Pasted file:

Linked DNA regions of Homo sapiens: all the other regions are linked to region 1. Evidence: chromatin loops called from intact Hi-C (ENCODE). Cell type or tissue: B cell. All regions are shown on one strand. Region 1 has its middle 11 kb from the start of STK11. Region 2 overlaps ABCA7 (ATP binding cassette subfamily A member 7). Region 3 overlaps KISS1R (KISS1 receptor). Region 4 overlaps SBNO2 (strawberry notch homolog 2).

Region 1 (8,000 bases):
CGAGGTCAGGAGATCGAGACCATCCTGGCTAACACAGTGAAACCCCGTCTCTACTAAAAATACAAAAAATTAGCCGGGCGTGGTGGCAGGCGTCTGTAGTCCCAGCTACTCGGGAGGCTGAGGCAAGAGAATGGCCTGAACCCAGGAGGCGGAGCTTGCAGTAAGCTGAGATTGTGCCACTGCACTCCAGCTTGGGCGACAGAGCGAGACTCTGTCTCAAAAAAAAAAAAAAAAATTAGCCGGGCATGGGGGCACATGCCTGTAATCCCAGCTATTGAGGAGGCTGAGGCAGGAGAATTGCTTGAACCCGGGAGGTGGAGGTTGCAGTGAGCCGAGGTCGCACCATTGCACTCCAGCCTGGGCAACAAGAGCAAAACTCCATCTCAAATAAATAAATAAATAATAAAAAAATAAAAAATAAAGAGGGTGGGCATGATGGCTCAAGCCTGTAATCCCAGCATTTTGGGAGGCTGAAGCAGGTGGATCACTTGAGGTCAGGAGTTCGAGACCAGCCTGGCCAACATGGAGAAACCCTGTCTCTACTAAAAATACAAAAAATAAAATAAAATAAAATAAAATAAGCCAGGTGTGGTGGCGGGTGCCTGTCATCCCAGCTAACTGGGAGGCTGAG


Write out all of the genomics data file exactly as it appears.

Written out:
Linked DNA regions of Homo sapiens: all the other regions are linked to region 1. Evidence: chromatin loops called from intact Hi-C (ENCODE). Cell type or tissue: B cell. All regions are shown on one strand. Region 1 has its middle 11 kb from the start of STK11. Region 2 overlaps ABCA7 (ATP binding cassette subfamily A member 7). Region 3 overlaps KISS1R (KISS1 receptor). Region 4 overlaps SBNO2 (strawberry notch homolog 2).

Region 1 (8,000 bases):
CGAGGTCAGGAGATCGAGACCATCCTGGCTAACACAGTGAAACCCCGTCTCTACTAAAAATACAAAAAATTAGCCGGGCGTGGTGGCAGGCGTCTGTAGTCCCAGCTACTCGGGAGGCTGAGGCAAGAGAATGGCCTGAACCCAGGAGGCGGAGCTTGCAGTAAGCTGAGATTGTGCCACTGCACTCCAGCTTGGGCGACAGAGCGAGACTCTGTCTCAAAAAAAAAAAAAAAAATTAGCCGGGCATGGGGGCACATGCCTGTAATCCCAGCTATTGAGGAGGCTGAGGCAGGAGAATTGCTTGAACCCGGGAGGTGGAGGTTGCAGTGAGCCGAGGTCGCACCATTGCACTCCAGCCTGGGCAACAAGAGCAAAACTCCATCTCAAATAAATAAATAAATAATAAAAAAATAAAAAATAAAGAGGGTGGGCATGATGGCTCAAGCCTGTAATCCCAGCATTTTGGGAGGCTGAAGCAGGTGGATCACTTGAGGTCAGGAGTTCGAGACCAGCCTGGCCAACATGGAGAAACCCTGTCTCTACTAAAAATACAAAAAATAAAATAAAATAAAATAAAATAAGCCAGGTGTGGTGGCGGGTGCCTGTCATCCCAGCTAACTGGGAGGCTGAG